Document Detail


The inhibition of bacterial growth by hypochlorous acid. Possible role in the bactericidal activity of phagocytes.
MedLine Citation:
PMID:  2848494     Owner:  NLM     Status:  MEDLINE    
Abstract/OtherAbstract:
The 'respiratory burst' of phagocytes such as neutrophils generates superoxide which forms H2O2 by dismutation. H2O2 and Cl- ions serve as substrates for the enzyme myeloperoxidase to generate hypochlorous acid (HOCl). HOCl is thought to play an important role in bacterial killing, but its mechanism of action is not well characterized. Furthermore, although many studies in vitro have shown HOCl to be a damaging oxidant with little or no specificity (particularly at high concentrations), bacteria which have been ingested by phagocytes appear to experience a rapid and selective inhibition of cell division. Bacterial membrane disruption, protein degradation, and inhibition of protein synthesis, do not seem to occur in the early phases of phagocyte action. We have now found that low concentrations of HOCl exert a rapid and selective inhibition of bacterial growth and cell division, which can be blocked by taurine or amino acids. Only 20 microM-HOCl was required for 50% inhibition of bacterial growth (5 x 10(8) Escherichia coli/ml), and 50 microM-HOCl completely inhibited cell division (colony formation). These effects were apparent within 5 min of HOCl exposure, and were not reversed by extensive washings. DNA synthesis (incorporation of [3H]-thymidine) was significantly affected by even a 1 min exposure to 50 microM-HOCl, and decreased by as much as 96% after 5 min. In contrast, bacterial membrane disruption and extensive protein degradation/fragmentation (release of acid-soluble counts from [3H]leucine-labelled cells) were not observed at concentrations below 5 mM-HOCl. Protein synthesis (incorporation of [3H]leucine) was only inhibited by 10-30% following 5 min exposure to 50 microM-HOCl, although longer exposure produced more marked reductions (80% after 30 min). Neutrophils deficient in myeloperoxidase cannot convert H2O2 to HOCl, yet can kill bacteria. We have found that H2O2 is only 6% as effective as HOCl in inhibiting E. coli growth and cell division (0.34 mM-H2O2 required for 50% inhibition of colony formation), and taurine or amino acids do not block this effect. Our results are consistent with a rapid and selective inhibition of bacterial cell division by HOCl in phagocytes. H2O2 may substitute for HOCl in myeloperoxidase deficiency, but by a different mechanism and at a greater metabolic cost.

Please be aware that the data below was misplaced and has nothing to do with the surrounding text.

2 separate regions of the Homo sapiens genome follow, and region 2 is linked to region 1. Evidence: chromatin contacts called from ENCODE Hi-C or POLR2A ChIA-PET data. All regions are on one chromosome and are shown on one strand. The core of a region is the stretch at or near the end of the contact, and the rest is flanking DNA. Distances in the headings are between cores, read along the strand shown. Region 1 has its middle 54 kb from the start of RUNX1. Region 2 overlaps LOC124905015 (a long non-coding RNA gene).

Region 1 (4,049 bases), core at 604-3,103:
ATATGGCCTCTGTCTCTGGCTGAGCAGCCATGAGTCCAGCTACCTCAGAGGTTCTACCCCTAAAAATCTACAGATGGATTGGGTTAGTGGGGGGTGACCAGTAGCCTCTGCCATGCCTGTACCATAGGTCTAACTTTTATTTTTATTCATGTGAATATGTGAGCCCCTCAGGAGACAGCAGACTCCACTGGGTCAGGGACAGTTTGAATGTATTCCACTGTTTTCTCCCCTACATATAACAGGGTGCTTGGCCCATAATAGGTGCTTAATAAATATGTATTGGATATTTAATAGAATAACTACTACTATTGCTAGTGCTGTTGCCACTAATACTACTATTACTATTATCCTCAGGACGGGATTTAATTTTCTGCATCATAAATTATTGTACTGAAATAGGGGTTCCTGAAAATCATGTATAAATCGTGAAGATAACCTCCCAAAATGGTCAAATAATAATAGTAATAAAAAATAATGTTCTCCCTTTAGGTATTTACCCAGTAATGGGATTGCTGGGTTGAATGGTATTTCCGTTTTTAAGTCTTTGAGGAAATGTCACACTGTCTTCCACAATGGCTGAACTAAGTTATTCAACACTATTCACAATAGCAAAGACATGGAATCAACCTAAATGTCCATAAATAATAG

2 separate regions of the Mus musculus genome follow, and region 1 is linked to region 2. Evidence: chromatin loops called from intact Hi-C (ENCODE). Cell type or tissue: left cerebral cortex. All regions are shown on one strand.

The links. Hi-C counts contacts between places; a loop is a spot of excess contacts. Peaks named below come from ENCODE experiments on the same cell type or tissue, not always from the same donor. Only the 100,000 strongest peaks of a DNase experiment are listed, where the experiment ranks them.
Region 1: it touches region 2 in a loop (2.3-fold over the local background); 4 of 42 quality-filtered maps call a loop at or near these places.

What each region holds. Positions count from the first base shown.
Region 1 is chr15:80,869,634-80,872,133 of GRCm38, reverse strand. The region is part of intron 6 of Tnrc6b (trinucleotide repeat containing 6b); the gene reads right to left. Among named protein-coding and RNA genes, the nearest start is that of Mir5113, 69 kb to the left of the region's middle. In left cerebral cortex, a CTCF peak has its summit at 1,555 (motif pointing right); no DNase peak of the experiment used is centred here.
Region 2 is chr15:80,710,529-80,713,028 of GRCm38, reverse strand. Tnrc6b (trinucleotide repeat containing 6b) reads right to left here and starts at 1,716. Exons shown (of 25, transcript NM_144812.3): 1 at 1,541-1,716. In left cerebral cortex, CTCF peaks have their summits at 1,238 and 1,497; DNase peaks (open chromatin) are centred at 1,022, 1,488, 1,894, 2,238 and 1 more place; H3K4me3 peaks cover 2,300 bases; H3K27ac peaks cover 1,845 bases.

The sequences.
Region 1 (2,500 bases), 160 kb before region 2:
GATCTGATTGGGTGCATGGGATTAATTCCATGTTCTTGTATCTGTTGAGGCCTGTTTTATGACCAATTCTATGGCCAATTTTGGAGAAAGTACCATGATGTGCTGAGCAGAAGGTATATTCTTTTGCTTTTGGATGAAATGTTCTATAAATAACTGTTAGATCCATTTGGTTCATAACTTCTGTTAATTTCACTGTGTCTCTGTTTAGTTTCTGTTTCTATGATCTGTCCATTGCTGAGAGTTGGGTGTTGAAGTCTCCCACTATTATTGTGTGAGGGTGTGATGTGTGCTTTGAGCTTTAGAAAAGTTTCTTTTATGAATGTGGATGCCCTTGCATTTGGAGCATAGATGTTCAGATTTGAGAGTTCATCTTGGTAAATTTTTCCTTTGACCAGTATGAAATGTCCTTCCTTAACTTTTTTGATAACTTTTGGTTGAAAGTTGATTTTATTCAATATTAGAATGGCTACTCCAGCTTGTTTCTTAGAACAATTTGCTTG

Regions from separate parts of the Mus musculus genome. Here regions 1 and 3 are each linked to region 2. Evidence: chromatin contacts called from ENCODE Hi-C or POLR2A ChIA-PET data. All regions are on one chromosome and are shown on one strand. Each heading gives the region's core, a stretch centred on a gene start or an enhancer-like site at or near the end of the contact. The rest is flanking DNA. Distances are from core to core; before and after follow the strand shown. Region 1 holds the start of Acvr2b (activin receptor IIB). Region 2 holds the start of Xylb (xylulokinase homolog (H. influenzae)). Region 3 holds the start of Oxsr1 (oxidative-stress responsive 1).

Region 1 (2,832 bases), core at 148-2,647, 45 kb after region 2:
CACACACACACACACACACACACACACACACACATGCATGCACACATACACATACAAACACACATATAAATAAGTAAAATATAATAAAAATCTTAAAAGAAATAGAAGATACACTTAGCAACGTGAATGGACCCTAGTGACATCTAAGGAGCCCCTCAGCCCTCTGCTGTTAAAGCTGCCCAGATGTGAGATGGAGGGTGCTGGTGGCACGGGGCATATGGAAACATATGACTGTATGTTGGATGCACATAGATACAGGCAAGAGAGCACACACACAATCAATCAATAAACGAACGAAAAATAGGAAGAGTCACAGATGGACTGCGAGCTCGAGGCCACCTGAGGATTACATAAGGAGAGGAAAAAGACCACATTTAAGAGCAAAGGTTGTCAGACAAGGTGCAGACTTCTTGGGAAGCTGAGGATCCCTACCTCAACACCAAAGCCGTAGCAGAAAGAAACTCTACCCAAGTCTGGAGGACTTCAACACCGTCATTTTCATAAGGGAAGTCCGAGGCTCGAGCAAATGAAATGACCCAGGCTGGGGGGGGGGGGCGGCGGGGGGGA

Authors:
S M McKenna; K J Davies
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Publication Detail:
Type:  Journal Article; Research Support, U.S. Gov't, P.H.S.    
Journal Detail:
Title:  The Biochemical journal     Volume:  254     ISSN:  0264-6021     ISO Abbreviation:  Biochem. J.     Publication Date:  1988 Sep 
Date Detail:
Created Date:  1988-12-28     Completed Date:  1988-12-28     Revised Date:  2009-11-18    
Medline Journal Info:
Nlm Unique ID:  2984726R     Medline TA:  Biochem J     Country:  ENGLAND    
Other Details:
Languages:  eng     Pagination:  685-92     Citation Subset:  IM    
Affiliation:
Institute for Toxicology, University of Southern California, Los Angeles 90033.
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MeSH Terms
Descriptor/Qualifier:
Amino Acids / pharmacology
Bacterial Proteins / biosynthesis
Cell Membrane / drug effects
DNA, Bacterial / biosynthesis,  drug effects
Escherichia coli / drug effects*,  growth & development
Hydrogen Peroxide / pharmacology
Hypochlorous Acid / pharmacology*
Taurine / pharmacology
Grant Support
ID/Acronym/Agency:
E S 03598//PHS HHS; E S 03785//PHS HHS
Chemical
Reg. No./Substance:
0/Amino Acids; 0/Bacterial Proteins; 0/DNA, Bacterial; 107-35-7/Taurine; 7722-84-1/Hydrogen Peroxide; 7790-92-3/Hypochlorous Acid
Comments/Corrections

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